When cooked, one-half cup contains about: 126 calories, 1.3 grams fat, 0 grams saturated fat, 0 mg cholesterol, 0 mg sodium, 372 mg potassium, 20.6 grams carbohydrate, 11.2 g fiber, 0.66 grams sugar, 7.2 grams protein.

How do I select the best chickpeas?

You can purchase chickpeas dried or canned. When possible, purchase dried chickpeas because they contain less sodium than canned. 

What is the best way to store chickpeas?

Store dried chickpeas in a cool, dark place. Once opened, place them in a tightly closed container.

Canned chickpeas can be stored in a pantry or cabinet and are good until the best by date.

Recipes and Preparation Tips

If you are using dried chickpeas make sure to soak them first before using. To soak them first you should:

  • Pick through the package and remove any grit, pebble or debris
  • Place beans in a bowl and cover with cold water, removing any skins or other items that float to the surface
  • Drain beans in a colander, then rinse under cold running water
  • Return beans to a bowl and cover with fresh cold water, about three cups to each one cup of beans
  • Beans should usually be soaked overnight
  • Before use, drain the beans through a colander, discarding the water

You can reduce soak time by using a quick soaking method. To quick-soak your beans: 

  • Rinse and pick through the beans
  • Place beans in a saucepan and enough cool water, covering them about two inches
  • Bring water to a boil and simmer for about two minutes
  • Remove from heat, cover and soak for about 1 hour
  • Drain the beans and discard the water before use

Note that about one-fourth cup of dried beans yields three-fourth cups cooked.

If you are using canned beans, simply drain and rinse before use.

Chickpeas can be used to add to salads, soups, stews, chilis, casseroles, greens, or ​as an addition to grain dishes. Puree chickpeas to make hummus for dipping vegetables or whole grain crackers. If you are watching your carbohydrate intake be mindful of your portion of chickpeas as they are carbohydrate-rich.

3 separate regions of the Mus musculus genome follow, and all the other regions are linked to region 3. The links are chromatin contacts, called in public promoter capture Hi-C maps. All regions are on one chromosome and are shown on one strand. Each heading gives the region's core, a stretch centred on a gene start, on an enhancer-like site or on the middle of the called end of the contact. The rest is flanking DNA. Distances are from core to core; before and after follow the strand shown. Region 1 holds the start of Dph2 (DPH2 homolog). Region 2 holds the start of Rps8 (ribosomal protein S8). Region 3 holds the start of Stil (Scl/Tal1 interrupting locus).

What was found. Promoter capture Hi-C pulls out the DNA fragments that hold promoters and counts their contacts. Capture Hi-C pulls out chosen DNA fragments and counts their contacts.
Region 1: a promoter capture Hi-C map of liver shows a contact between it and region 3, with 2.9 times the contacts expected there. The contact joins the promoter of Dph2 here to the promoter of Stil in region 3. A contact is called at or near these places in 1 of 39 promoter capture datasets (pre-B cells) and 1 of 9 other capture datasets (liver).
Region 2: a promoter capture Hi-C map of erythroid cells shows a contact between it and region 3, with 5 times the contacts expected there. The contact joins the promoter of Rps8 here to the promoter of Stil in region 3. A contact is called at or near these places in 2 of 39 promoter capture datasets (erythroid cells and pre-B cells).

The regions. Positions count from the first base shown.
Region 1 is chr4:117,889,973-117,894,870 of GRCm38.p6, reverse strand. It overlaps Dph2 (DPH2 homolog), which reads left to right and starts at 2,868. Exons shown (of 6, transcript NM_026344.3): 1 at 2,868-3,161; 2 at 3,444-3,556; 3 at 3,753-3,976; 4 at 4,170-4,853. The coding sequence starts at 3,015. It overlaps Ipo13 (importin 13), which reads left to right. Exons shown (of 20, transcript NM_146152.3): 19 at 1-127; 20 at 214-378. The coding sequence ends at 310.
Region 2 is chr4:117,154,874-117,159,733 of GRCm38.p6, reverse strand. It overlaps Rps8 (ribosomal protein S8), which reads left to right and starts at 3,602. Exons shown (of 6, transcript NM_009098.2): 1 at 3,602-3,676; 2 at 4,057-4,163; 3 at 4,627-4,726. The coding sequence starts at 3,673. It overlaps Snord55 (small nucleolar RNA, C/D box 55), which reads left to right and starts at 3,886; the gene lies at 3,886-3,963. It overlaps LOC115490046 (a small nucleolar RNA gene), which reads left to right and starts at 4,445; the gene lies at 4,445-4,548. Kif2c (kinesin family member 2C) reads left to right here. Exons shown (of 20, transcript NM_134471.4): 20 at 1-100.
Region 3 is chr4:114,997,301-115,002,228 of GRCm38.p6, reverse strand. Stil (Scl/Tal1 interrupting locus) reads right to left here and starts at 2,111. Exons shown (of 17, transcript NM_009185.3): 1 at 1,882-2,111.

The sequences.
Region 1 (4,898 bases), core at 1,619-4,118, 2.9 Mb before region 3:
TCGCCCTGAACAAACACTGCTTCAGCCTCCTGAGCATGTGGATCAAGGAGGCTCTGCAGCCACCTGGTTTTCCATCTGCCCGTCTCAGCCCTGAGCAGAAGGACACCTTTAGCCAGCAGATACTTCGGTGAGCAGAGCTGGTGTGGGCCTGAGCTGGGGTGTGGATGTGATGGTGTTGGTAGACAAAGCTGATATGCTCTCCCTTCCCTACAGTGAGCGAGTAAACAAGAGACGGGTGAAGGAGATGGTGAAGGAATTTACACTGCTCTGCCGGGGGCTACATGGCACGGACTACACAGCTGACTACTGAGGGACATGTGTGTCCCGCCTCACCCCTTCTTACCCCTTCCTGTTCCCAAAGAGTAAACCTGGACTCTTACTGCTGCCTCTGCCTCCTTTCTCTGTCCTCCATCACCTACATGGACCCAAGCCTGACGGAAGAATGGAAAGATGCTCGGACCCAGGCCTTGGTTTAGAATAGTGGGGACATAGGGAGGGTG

Combining pureed chickpeas with tahini yields hummus. Today, there are so many varieties of hummus ranging in color, flavor, and calories. Using more tahini produces hummus that is lower in carbohydrates and higher in calories. Use hummus to dip vegetables for a protein and fiber-full snack, or swap high-fat condiments (like mayonnaise) for hummus when making tuna or chicken salad.

Allergies and Interactions

According to medical sources, legume allergies used to be fairly rare but have become more common in recent years. In fact, allergies to lentils and chickpeas are now a common cause of food hypersensitivity in Mediterranean, Middle East, and some Asian countries.

The American Academy of Allergy, Asthma, and Immunology suggests that an oral challenge performed by a qualified medical professional is necessary to determine if you have an allergy to chickpeas or other legumes. 

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Article Sources

Verywell Fit uses only high-quality sources, including peer-reviewed studies, to support the facts within our articles. Read our editorial policy to learn more about how we fact-check and keep our content accurate, reliable, and trustworthy.
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  2. Harvard T.H. Chan School of Public Health. The nutrition source: protein. Updated 2020.

  3. Reynolds A, Mann J, Cummings J, et al. Carbohydrate quality and human health: a series of systematic reviews and meta-analyses. Lancet. 2019;393(10170):434-445. doi:10.1016/S0140-6736(18)31809-9

  4. Becerra-Tomas N, Diaz-Lopez A, Rosique-Esteban N, et al. Legume consumption is inversely associated with type 2 diabetes incidence in adults: a prospective assessment from the PREDIMED study. Clin Nutr. 2018;37(3):906-913. doi:10.1016/j.clnu.2017.03.015

  5. American Academy of Allergy, Asthma, and Immunology. Variety of lentil proteins makes recommendations on avoidance difficult. Updated July 24, 2015.